Hilary Foster has described her eldest daughter Hannah as "everything you'd hope for".
"An absolutely lovely daughter, just always so cheerful, huge smiley face. She had lots of friends and was really enjoying life," Mrs Foster said.
Hannah Foster was 17 when she was murdered.
She was abducted less than five minutes walk from her home by 41-year-old Maninder Pal Singh Kohli, who has been convicted at Winchester Crown Court in Hampshire of raping and murdering her.
He raped Hannah in his van and then strangled her.
Hannah was absolutely totally unable to deal with the threat of violence, she would have just turned to jelly
Afterwards he dumped her body in undergrowth near a railway bridge in Southampton's West End.
Earlier that evening, Hannah had been out with friends to the Hobbit pub in Bevois Valley in Southampton, a popular student hangout.
Mrs Foster said she did not expect her to be out late as she was tired from going to a friend's birthday party the night before.
Recalling the last moments with her daughter, she says: "I didn't even give her a kiss goodbye.
"It was just one of those things where you think she is just popping out for an hour or so.
"She just called from the hall and said: 'Bye mum' and I just said: 'Bye, see you later'.... I wish I'd given her a hug."
A-level student Hannah was due to study medicine at university
Hannah was an A-level student at Barton Peveril College in Eastleigh, Hampshire, and had secured a place to study medicine at two universities.
It is nearly six years since Hilary and Trevor Foster lost their daughter, on 14 March 2003.
When they saw her lifeless body in the mortuary they made one last promise.
"You feel as though you failed her as parents," Mrs Foster said.
"You are here to protect your children and seeing her [in the mortuary]... You just think how could this have happened? We're caring and responsible parents.
"It was just an overwhelming emotion of pain, absolute pain, that someone could do this to your beautiful daughter.
"I remember talking to her and saying, 'We'll find who did this to you'. And that's what we've been focused on doing since."
In July 2004, they travelled to India with Hampshire police officers to make media appeals and publicise a £70,000 reward and telephone hotline - all in an attempt to trace Kohli, who became the prime suspect within days of the murder.
The Fosters appeared on Crimewatch and Indian television to trace Kohli
Kohli was finally extradited to the UK in July 2007 to face trial for Hannah's murder.
Mrs Foster, who works as a hospital nurse, remembers her daughter as a "very generous girl".
"Hannah had a real zest for life," she said.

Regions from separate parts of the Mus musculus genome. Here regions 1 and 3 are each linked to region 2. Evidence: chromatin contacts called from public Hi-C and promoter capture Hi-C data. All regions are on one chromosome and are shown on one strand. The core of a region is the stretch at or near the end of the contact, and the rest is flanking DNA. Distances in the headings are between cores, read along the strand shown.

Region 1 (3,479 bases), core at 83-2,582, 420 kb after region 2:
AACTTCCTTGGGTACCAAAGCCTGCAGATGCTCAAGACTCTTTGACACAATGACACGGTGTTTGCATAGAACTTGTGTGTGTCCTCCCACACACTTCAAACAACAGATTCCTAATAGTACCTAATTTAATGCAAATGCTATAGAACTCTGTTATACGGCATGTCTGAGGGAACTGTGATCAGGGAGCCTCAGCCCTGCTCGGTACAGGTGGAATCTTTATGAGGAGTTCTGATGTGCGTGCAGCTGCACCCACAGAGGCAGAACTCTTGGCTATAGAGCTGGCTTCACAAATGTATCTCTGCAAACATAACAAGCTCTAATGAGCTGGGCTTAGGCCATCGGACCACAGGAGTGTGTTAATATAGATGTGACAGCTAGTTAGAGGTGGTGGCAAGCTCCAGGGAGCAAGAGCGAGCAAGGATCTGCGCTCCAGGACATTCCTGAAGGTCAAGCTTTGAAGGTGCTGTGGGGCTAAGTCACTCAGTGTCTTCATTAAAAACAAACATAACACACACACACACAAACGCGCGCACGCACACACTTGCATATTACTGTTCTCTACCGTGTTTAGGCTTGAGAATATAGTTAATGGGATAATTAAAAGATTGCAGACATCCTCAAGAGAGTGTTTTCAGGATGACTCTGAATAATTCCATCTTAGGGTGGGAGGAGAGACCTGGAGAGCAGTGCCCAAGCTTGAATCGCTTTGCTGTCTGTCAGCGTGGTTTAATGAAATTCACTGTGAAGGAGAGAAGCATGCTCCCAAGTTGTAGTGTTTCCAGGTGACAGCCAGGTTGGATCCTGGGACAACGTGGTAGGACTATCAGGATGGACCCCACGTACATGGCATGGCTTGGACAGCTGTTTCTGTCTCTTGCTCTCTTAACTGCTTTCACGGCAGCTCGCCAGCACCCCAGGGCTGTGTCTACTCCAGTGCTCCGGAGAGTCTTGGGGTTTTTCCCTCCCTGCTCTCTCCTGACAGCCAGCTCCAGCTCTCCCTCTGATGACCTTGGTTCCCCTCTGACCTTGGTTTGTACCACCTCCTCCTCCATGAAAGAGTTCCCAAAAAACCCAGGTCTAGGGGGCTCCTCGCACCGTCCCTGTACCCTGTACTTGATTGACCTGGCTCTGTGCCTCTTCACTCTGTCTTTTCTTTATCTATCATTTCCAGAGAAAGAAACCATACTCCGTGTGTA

"She put her mind to something and was just so committed to what she was doing and she was so protective of Sarah (her sister).
"She was great fun to be with, great sense of humour, very, very clever girl who found academic work an absolute breeze."
Mr and Mrs Foster said they would never be able to forgive Kohli.
"I envy people who are able to forgive in circumstances like this, because there's no way I'll ever forgive him," Mr Foster said.
"I can forgive someone for stealing some property. I can forgive someone for crashing into my car. I can't forgive anyone for killing my daughter.
"How dare someone act as God in the decision when my daughter should die," Mr Foster says, his voice trembling.
Mrs Foster continues: "It wasn't all over quickly for Hannah. We know that he was with her for quite a long time.
"He would have known what sort of girl she was and that, to me, makes it even more disturbing.
Hannah was very generous and "always had a smile on her face"
"She was the proverbial lamb to slaughter, she would have shown her fear. Some 17-year-old girls are feisty. They would have been screaming, they'd have kicked out, they'd hurled abuse at him, they'd have made it really hard for him.
"But Hannah was absolutely totally unable to deal with the threat of violence, raised voices, she would have just turned to jelly.
"I knew my daughter so well, she'd have had nothing left to fight with. That's what tortures us, she just did not even have a chance."
Mr and Mrs Foster said it was only after Kohli was convicted that they could properly start to grieve for their daughter.
"The focus has been on her killer, not on Hannah," Mrs Foster said.
Her husband added: "I don't think there is such a thing as closure.
"It doesn't go away, the grief and the pain, they're going to be there until the day we die."
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